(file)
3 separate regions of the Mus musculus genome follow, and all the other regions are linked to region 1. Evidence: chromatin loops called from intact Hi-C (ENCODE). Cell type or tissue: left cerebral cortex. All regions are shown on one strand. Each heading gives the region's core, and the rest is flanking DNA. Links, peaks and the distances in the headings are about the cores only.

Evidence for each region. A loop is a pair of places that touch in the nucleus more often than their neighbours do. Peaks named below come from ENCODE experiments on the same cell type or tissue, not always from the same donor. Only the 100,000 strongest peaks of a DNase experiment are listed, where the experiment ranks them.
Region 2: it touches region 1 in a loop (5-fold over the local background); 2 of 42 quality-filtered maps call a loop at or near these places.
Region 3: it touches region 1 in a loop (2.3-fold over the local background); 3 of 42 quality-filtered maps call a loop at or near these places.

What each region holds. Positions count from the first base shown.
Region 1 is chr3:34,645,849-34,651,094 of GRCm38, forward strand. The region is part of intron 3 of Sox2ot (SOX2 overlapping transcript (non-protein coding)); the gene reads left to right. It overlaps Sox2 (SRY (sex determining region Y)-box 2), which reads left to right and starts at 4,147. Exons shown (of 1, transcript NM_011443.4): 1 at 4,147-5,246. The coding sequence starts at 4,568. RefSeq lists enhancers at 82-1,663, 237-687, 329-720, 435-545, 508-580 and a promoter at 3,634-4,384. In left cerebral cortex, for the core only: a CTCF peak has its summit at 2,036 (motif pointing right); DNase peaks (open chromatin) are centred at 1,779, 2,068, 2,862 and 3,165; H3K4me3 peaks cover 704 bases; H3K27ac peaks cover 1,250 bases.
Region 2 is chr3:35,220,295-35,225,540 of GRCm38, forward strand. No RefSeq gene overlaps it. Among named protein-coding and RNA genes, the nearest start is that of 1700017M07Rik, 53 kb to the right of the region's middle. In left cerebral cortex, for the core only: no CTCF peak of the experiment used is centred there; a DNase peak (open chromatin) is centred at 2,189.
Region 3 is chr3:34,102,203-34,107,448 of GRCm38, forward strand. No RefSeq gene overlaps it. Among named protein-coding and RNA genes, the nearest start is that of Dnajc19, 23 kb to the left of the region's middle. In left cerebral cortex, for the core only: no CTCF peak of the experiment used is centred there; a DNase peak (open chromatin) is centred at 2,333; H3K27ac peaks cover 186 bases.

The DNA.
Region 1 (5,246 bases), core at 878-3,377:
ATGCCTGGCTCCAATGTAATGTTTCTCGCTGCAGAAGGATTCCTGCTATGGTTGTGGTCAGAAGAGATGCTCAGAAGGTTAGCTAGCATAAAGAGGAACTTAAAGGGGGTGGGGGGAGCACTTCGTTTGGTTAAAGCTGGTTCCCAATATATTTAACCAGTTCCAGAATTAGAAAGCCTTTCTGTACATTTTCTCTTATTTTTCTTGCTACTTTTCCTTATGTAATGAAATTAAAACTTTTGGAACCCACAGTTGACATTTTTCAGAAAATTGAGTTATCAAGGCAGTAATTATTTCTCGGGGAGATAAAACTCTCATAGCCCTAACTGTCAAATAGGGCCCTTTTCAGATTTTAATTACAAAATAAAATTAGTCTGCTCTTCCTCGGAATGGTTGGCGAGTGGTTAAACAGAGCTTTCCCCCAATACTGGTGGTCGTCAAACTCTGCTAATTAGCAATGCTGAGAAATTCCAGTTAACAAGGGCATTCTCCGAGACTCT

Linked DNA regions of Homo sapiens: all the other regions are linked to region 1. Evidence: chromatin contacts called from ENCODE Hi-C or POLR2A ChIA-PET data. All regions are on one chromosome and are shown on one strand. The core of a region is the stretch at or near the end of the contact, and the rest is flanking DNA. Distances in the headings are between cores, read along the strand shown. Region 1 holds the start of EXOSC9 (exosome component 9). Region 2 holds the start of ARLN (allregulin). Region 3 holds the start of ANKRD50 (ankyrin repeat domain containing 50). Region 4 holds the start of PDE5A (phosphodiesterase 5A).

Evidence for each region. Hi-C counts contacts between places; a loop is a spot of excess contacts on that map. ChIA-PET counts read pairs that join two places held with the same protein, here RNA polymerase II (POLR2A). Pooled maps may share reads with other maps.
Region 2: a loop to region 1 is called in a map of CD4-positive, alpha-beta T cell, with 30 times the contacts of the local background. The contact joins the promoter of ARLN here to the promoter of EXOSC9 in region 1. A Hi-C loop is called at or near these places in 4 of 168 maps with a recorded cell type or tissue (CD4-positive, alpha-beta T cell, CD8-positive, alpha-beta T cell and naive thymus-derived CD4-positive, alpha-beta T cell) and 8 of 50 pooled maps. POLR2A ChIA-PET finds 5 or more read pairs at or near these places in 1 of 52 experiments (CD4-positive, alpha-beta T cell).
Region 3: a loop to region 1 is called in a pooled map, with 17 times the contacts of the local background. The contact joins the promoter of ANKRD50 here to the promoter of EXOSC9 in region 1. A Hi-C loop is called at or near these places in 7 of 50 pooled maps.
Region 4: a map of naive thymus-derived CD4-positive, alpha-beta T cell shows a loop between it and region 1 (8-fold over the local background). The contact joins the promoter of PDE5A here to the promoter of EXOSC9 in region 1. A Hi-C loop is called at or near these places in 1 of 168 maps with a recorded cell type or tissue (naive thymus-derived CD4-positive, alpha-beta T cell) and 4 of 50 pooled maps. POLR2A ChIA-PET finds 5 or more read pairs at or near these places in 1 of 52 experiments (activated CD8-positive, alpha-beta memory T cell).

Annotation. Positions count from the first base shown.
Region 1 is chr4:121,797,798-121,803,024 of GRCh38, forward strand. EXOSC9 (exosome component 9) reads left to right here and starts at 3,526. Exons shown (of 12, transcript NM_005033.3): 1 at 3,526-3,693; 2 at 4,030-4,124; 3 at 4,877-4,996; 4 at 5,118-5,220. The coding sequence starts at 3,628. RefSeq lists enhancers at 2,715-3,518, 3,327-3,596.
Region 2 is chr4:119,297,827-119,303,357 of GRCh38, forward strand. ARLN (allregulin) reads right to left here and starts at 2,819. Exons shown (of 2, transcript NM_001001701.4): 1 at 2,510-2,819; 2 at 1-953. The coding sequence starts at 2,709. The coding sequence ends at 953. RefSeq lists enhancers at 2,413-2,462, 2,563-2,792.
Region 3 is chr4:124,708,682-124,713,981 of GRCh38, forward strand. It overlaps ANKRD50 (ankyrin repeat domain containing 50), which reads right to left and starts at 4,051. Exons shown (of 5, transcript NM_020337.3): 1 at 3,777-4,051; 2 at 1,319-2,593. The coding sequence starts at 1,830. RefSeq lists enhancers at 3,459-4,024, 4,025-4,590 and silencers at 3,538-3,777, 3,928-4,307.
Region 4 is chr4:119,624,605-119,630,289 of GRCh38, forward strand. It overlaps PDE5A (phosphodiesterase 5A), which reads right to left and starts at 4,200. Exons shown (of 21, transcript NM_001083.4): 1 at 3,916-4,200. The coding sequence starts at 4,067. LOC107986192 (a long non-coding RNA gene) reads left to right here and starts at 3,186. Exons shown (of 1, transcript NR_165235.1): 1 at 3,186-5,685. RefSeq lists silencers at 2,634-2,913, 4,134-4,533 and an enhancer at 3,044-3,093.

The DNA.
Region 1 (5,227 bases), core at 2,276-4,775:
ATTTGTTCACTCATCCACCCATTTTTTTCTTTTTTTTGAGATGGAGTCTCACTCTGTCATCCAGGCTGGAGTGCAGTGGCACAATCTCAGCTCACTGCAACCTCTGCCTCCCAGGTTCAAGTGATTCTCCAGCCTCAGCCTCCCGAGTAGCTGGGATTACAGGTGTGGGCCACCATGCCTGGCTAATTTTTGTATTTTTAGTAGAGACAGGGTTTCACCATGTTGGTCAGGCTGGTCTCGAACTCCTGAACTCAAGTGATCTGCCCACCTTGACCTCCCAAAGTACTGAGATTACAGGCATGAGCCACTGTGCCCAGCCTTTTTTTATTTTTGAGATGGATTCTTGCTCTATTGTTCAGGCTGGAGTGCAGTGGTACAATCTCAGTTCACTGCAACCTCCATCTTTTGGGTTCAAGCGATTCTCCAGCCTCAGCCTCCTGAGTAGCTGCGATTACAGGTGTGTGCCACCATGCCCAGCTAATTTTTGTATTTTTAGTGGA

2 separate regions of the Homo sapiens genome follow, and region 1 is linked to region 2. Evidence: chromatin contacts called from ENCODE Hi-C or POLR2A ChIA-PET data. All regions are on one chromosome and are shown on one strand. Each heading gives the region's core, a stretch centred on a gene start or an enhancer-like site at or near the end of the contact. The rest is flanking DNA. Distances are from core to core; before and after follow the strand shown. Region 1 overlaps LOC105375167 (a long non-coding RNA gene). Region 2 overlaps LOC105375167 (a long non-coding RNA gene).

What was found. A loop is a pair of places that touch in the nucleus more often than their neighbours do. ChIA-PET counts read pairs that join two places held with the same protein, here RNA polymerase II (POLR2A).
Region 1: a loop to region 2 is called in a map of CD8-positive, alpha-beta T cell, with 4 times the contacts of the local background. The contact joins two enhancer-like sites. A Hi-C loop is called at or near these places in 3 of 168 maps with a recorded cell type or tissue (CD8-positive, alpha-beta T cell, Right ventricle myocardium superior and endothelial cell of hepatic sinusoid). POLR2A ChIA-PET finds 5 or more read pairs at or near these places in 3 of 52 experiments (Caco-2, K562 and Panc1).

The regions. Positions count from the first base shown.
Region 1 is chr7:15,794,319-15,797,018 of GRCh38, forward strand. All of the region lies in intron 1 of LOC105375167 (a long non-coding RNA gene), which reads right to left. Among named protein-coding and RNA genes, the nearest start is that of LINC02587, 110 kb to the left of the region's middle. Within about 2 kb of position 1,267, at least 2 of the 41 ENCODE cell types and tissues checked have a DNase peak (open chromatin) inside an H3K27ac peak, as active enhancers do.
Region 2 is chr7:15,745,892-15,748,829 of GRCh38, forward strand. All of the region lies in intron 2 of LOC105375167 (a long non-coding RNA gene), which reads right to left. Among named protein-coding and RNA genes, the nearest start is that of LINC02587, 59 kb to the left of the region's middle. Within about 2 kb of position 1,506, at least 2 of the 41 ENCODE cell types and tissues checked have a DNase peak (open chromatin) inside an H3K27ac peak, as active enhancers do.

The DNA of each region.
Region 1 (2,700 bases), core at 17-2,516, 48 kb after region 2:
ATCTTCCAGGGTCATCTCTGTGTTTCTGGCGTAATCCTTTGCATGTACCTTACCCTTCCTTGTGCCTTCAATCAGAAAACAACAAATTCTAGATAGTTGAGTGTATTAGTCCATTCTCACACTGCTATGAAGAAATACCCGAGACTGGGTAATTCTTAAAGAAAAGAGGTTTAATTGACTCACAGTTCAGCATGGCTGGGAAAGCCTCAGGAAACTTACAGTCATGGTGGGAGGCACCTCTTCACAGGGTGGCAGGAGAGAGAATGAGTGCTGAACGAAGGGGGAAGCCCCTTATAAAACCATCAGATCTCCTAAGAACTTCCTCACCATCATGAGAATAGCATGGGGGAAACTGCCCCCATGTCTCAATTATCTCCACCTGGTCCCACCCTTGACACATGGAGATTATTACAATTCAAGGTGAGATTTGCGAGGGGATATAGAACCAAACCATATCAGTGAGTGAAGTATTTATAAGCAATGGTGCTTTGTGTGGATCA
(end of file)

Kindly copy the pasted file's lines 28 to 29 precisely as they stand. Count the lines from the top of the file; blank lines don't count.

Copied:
The regions. Positions count from the first base shown.
Region 1 is chr7:15,794,319-15,797,018 of GRCh38, forward strand. All of the region lies in intron 1 of LOC105375167 (a long non-coding RNA gene), which reads right to left. Among named protein-coding and RNA genes, the nearest start is that of LINC02587, 110 kb to the left of the region's middle. Within about 2 kb of position 1,267, at least 2 of the 41 ENCODE cell types and tissues checked have a DNase peak (open chromatin) inside an H3K27ac peak, as active enhancers do.